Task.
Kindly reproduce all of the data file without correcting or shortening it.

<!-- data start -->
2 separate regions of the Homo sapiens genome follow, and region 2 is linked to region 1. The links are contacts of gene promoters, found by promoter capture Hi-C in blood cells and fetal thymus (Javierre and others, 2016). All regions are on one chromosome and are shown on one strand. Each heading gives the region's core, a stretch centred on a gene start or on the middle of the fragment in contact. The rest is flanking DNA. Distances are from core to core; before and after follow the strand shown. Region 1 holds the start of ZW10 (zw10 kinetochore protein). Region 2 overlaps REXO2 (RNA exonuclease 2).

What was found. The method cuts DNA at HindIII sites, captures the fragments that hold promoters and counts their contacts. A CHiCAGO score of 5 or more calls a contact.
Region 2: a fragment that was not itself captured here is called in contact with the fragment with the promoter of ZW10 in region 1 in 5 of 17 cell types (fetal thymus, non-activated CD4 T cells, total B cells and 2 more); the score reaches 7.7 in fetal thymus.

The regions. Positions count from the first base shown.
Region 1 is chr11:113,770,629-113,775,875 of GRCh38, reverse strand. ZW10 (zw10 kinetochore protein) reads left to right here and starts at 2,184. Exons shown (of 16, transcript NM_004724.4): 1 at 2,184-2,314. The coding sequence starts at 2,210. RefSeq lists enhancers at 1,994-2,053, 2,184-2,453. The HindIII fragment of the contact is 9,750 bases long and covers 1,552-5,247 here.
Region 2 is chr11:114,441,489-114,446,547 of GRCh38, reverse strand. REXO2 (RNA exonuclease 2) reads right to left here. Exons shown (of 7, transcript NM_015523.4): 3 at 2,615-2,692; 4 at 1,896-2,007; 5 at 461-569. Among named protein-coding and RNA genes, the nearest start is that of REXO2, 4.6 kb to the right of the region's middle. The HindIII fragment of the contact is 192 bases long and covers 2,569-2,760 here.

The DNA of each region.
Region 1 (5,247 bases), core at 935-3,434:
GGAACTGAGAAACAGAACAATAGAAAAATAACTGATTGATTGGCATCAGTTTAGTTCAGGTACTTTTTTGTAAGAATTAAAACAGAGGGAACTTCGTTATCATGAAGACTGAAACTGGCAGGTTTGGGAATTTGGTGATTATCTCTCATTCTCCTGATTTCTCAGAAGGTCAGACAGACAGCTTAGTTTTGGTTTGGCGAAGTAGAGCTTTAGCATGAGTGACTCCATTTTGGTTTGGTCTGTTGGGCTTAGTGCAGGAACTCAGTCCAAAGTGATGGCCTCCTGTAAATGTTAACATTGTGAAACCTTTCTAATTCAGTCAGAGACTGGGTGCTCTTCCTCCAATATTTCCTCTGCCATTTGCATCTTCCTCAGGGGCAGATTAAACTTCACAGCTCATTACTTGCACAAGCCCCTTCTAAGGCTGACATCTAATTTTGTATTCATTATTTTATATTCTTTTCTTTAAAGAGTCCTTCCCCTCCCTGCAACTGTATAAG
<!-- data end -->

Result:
2 separate regions of the Homo sapiens genome follow, and region 2 is linked to region 1. The links are contacts of gene promoters, found by promoter capture Hi-C in blood cells and fetal thymus (Javierre and others, 2016). All regions are on one chromosome and are shown on one strand. Each heading gives the region's core, a stretch centred on a gene start or on the middle of the fragment in contact. The rest is flanking DNA. Distances are from core to core; before and after follow the strand shown. Region 1 holds the start of ZW10 (zw10 kinetochore protein). Region 2 overlaps REXO2 (RNA exonuclease 2).

What was found. The method cuts DNA at HindIII sites, captures the fragments that hold promoters and counts their contacts. A CHiCAGO score of 5 or more calls a contact.
Region 2: a fragment that was not itself captured here is called in contact with the fragment with the promoter of ZW10 in region 1 in 5 of 17 cell types (fetal thymus, non-activated CD4 T cells, total B cells and 2 more); the score reaches 7.7 in fetal thymus.

The regions. Positions count from the first base shown.
Region 1 is chr11:113,770,629-113,775,875 of GRCh38, reverse strand. ZW10 (zw10 kinetochore protein) reads left to right here and starts at 2,184. Exons shown (of 16, transcript NM_004724.4): 1 at 2,184-2,314. The coding sequence starts at 2,210. RefSeq lists enhancers at 1,994-2,053, 2,184-2,453. The HindIII fragment of the contact is 9,750 bases long and covers 1,552-5,247 here.
Region 2 is chr11:114,441,489-114,446,547 of GRCh38, reverse strand. REXO2 (RNA exonuclease 2) reads right to left here. Exons shown (of 7, transcript NM_015523.4): 3 at 2,615-2,692; 4 at 1,896-2,007; 5 at 461-569. Among named protein-coding and RNA genes, the nearest start is that of REXO2, 4.6 kb to the right of the region's middle. The HindIII fragment of the contact is 192 bases long and covers 2,569-2,760 here.

The DNA of each region.
Region 1 (5,247 bases), core at 935-3,434:
GGAACTGAGAAACAGAACAATAGAAAAATAACTGATTGATTGGCATCAGTTTAGTTCAGGTACTTTTTTGTAAGAATTAAAACAGAGGGAACTTCGTTATCATGAAGACTGAAACTGGCAGGTTTGGGAATTTGGTGATTATCTCTCATTCTCCTGATTTCTCAGAAGGTCAGACAGACAGCTTAGTTTTGGTTTGGCGAAGTAGAGCTTTAGCATGAGTGACTCCATTTTGGTTTGGTCTGTTGGGCTTAGTGCAGGAACTCAGTCCAAAGTGATGGCCTCCTGTAAATGTTAACATTGTGAAACCTTTCTAATTCAGTCAGAGACTGGGTGCTCTTCCTCCAATATTTCCTCTGCCATTTGCATCTTCCTCAGGGGCAGATTAAACTTCACAGCTCATTACTTGCACAAGCCCCTTCTAAGGCTGACATCTAATTTTGTATTCATTATTTTATATTCTTTTCTTTAAAGAGTCCTTCCCCTCCCTGCAACTGTATAAG